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Cleft Grafting

Grateful for Grafting

Feb 5, 2018
by Kellen Watson, Daily Acts

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February, February…what to do in the garden? Most plants are dormant. Too early for annual vegetables. Already sowed cover crop and mulched beds. Eating most of my weeds. So there’s not much fun to be had…or is there? Luckily Mother Nature has set us up for a delightfully creative winter project…bare root and grafting season! This is the time to take advantage of the winter cold and fruit trees’ resulting dormancy to propagate your own fruit trees.

Cleft GraftingGrafting is one of the most affordable, creative ways to start or expand your own fruit tree collection (and believe me, it does become a collecting hobby!). Grafting is a propagation technique in which a short length of young wood (called scion wood) or a bud from a tree with desirable fruit is cut and then spliced together with the roots of another tree with desirable growth characteristics (called rootstock).

Many people don’t realize that if you take a seed from a Fuji apple or a Bosc pear and plant it, the resulting tree will not produce Fuji or Bosc fruit. That’s true of most common fruit. Instead that new tree’s fruit will express a wild variety of mixed up genes from multiple parents, and the result is often fruit that’s small, oddly textured, tannic, acidic, or just generally not great for eating. Grafting allows you to be more selective about the fruit you want, and match that to compatible rootstock that will help determine the tree’s size, vigor, disease resistance, and soil type tolerance.

Most fruit trees are propagated this way and then grown out at the nursery before being sold for $60+. If you have the time to wait for the tree to grow and fruit to set after a few years, you can get that same tree for $2.50 plus a little time.

The first step is to order rootstock.

You can grow your own too, but they’re so affordable it may not be worth the time and bed space to DIY this part. You’ll want to do some research about the particular rootstock type you want for your site. Semi-dwarfing varieties are often a nice balance of smaller size and toughness.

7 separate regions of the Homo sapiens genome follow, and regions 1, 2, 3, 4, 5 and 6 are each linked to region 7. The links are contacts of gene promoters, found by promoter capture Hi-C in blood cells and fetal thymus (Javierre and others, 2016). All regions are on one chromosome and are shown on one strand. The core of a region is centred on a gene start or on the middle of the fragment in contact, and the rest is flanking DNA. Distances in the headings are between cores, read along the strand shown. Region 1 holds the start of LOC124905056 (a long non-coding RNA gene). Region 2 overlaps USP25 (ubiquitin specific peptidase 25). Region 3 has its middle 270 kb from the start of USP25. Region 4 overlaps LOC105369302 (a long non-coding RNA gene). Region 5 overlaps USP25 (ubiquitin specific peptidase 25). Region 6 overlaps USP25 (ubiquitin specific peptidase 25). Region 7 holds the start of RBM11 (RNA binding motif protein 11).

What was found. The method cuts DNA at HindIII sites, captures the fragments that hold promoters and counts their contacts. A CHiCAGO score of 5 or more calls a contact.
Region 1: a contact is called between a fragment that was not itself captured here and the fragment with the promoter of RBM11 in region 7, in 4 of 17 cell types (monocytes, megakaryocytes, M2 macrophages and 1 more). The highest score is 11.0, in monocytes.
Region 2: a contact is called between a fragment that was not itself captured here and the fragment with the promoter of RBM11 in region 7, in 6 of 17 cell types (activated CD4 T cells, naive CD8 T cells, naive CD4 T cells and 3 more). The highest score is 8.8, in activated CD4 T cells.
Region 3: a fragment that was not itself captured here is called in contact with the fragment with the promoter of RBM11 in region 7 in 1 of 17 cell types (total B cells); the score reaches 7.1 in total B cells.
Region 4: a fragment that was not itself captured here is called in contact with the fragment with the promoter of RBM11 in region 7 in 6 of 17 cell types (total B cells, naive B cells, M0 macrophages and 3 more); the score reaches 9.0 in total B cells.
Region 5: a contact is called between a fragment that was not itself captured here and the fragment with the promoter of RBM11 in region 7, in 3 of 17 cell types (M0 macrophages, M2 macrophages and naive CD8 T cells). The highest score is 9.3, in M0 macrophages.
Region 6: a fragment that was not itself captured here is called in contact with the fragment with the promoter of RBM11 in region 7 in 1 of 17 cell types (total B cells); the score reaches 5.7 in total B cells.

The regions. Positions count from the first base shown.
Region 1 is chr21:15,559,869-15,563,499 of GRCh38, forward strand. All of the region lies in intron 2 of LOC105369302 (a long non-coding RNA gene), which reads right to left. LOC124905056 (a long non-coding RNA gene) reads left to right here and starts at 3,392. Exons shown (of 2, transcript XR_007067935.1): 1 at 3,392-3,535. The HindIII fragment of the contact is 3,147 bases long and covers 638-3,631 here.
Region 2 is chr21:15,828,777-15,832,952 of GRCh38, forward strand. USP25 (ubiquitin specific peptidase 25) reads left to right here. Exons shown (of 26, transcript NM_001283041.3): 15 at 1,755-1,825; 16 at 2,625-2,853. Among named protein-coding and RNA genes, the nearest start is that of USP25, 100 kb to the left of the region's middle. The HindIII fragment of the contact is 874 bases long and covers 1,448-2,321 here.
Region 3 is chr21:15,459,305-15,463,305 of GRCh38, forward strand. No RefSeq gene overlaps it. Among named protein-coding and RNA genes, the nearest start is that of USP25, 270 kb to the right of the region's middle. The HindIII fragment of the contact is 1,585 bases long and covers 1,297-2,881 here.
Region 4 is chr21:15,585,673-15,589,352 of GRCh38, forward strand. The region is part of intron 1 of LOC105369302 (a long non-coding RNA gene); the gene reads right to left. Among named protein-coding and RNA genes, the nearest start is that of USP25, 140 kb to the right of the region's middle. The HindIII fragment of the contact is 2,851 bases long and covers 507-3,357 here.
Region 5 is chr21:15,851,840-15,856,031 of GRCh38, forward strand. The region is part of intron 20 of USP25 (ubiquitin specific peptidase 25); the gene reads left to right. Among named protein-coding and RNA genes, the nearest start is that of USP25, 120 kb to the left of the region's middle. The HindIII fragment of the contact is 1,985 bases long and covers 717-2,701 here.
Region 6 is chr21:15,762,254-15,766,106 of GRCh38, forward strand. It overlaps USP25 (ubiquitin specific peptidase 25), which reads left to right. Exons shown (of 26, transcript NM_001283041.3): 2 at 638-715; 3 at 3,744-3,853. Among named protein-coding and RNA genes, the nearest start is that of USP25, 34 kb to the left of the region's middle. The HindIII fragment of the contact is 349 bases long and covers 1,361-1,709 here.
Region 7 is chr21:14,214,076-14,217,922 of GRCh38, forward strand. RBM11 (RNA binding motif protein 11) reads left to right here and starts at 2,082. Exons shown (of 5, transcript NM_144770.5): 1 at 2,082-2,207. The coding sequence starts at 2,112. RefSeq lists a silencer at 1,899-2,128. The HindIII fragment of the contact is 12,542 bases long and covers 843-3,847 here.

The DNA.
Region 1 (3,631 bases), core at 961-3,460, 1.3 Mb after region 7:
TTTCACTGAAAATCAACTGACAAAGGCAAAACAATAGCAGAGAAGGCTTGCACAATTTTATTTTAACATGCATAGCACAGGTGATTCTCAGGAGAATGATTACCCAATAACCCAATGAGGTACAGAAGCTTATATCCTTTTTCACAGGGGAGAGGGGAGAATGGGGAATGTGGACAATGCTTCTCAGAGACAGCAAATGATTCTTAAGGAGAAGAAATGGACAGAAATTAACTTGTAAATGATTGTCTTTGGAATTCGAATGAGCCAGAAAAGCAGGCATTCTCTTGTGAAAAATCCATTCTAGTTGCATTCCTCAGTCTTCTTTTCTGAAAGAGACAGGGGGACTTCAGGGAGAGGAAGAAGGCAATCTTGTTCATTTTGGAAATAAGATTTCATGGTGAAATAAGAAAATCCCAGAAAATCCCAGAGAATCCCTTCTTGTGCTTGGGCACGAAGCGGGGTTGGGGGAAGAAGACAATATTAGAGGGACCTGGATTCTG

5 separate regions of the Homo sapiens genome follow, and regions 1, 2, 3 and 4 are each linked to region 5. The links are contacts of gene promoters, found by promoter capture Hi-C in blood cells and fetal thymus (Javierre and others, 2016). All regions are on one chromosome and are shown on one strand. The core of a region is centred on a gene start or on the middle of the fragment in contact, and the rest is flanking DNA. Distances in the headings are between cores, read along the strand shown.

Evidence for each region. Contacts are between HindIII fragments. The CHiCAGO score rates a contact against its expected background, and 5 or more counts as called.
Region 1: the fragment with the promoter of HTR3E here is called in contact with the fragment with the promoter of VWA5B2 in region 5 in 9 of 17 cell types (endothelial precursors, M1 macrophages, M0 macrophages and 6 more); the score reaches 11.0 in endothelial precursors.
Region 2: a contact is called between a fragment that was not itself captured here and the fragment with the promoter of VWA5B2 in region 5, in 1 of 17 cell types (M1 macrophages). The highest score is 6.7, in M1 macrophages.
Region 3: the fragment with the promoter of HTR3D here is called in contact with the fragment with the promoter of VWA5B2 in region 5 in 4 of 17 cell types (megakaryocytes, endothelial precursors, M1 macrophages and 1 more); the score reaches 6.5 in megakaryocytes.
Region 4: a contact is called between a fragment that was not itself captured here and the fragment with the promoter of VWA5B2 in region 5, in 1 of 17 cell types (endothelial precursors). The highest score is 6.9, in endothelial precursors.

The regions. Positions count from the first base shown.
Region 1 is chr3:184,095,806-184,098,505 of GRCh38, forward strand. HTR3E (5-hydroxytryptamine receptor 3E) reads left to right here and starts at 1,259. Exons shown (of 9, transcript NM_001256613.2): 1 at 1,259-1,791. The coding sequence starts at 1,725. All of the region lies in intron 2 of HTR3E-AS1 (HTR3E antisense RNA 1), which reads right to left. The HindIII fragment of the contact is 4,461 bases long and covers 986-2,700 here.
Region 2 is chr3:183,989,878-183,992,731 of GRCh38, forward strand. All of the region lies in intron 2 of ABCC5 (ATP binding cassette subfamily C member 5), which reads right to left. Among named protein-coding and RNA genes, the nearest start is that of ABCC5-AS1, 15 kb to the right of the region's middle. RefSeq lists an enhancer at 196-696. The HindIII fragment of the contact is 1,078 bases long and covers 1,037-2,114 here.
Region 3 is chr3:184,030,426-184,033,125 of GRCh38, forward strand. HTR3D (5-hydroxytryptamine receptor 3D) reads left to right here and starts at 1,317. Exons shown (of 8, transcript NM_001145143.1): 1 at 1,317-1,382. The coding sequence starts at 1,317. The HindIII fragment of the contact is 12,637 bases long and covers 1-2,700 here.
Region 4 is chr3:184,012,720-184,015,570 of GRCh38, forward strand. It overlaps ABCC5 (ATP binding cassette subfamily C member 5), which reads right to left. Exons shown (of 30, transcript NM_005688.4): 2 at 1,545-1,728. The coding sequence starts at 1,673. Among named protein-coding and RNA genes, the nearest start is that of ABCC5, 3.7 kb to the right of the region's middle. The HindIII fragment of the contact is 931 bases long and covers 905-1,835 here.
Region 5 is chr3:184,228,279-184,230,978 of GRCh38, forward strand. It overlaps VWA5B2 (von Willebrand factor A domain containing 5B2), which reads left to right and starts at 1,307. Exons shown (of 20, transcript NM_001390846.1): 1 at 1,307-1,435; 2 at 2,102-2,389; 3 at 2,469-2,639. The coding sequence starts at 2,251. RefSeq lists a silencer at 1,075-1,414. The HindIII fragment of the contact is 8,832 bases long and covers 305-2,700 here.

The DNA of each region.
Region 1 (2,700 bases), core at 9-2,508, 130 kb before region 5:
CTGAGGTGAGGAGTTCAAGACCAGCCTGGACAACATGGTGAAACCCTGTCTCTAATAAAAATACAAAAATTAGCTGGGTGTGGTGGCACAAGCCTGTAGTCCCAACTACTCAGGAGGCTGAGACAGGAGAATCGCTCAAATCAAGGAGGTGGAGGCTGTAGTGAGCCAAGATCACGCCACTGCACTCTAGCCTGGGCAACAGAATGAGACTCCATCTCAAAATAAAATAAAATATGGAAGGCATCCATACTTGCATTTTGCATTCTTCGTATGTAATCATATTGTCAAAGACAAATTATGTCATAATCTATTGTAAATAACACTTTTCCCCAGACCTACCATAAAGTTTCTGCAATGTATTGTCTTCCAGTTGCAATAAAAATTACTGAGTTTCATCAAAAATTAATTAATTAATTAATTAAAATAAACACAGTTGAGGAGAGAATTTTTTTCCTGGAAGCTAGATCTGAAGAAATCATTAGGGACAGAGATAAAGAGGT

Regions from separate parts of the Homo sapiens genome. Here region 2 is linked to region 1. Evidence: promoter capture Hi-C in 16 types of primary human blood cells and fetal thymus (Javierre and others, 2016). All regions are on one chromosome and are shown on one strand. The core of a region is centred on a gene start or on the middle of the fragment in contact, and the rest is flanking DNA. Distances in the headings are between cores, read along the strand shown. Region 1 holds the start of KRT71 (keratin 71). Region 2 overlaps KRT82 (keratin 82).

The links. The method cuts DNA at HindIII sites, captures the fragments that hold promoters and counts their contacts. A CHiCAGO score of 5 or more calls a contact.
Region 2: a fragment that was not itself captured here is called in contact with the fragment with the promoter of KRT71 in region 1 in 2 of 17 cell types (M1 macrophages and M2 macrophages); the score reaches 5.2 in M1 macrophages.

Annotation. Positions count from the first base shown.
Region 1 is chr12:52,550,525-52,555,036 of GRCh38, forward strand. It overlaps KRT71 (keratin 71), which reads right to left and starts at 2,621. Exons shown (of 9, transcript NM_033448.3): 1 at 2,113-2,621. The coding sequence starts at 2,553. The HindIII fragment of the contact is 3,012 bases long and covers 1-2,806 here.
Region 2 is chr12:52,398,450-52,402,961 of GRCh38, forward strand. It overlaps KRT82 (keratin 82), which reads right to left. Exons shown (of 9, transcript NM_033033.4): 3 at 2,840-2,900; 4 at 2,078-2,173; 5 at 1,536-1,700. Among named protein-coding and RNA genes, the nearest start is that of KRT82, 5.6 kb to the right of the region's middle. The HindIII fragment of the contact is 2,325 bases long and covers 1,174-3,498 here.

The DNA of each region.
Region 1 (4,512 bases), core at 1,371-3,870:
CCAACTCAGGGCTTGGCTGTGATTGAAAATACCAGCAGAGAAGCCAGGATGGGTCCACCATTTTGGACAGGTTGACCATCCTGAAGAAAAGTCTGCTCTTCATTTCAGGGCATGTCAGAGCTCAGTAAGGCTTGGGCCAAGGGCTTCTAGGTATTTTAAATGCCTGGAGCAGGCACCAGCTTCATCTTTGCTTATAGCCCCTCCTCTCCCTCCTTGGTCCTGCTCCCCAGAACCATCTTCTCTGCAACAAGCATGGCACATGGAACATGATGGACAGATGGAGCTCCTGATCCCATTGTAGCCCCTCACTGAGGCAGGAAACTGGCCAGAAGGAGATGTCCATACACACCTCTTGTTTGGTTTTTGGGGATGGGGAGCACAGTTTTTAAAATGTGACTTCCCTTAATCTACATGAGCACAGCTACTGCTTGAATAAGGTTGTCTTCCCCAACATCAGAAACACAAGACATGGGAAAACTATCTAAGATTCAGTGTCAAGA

Then you’ll need to find some exciting fruit trees to collect scion wood from! This is the fun part, because you get to talk to the new neighbor with an orchard in their yard, that random person down the road who has an apple tree, or the amazing folks at the annual Rare Fruit Growers Scion Exchange or Sonoma County Seed Swap (coming up 2/16 at the Sebastopol Grange!). Most people don’t mind if you cut a few scions from their trees because they would prune that wood off anyways. It is important that the tree be totally dormant when you cut the scions, and that you use clean pruners. A wipe of rubbing alcohol on the blades after each cut will make sure you’re not unwittingly spreading fruit diseases. Cut only small diameter branches that are at the very tips of the tree and are growing straight and clean. Older wood will not graft correctly. Lastly, make sure to label obsessively. Write the variety and when and where you got it on a piece of masking tape, and tape that around bundles from the same tree. Then put them in a bag with a moist paper towel and refrigerate until you’re ready to graft.

When it’s time to graft you’ll need a special grafting knife, a pot with soil, Parafilm grafting tape, and electrical tape. You’ll want to attend a how-to class (unfortunately ours is sold out!), or really spend some time with the old YouTube learning how to properly graft. It’s nice to practice with a few regular young sticks before starting on your rootstock. There are many ways to graft, but an easy one is to cut a V-shaped notch in the rootstock (or some people do this on the scion wood) and a matching V-shaped chisel on the scion wood (or some people do this on the rootstock). Then you’ll insert one piece into the other, line up the cambium layers, and trim the scion wood to be 2-3 buds long. Tape the entire scion and new graft tight with grafting tape. Then electrical tape can go on top of the graft union to secure it. Make sure it’s in good soil (being careful with the graft union) and then water and wait! As the spring warms up you should see young leaves shooting out through the Parafilm. Any leaves growing below the graft union should be removed, as they belong to the root stock. After a while, the bark of the two trees parts will grow together and you’ll have a healthy new tree!

There is a fair amount of nuance to grafting, which takes practice, but it’s amazing how forgiving plants can be. I hope you have fun trying this out and end up with a fantastic fruit collection. Happy February!

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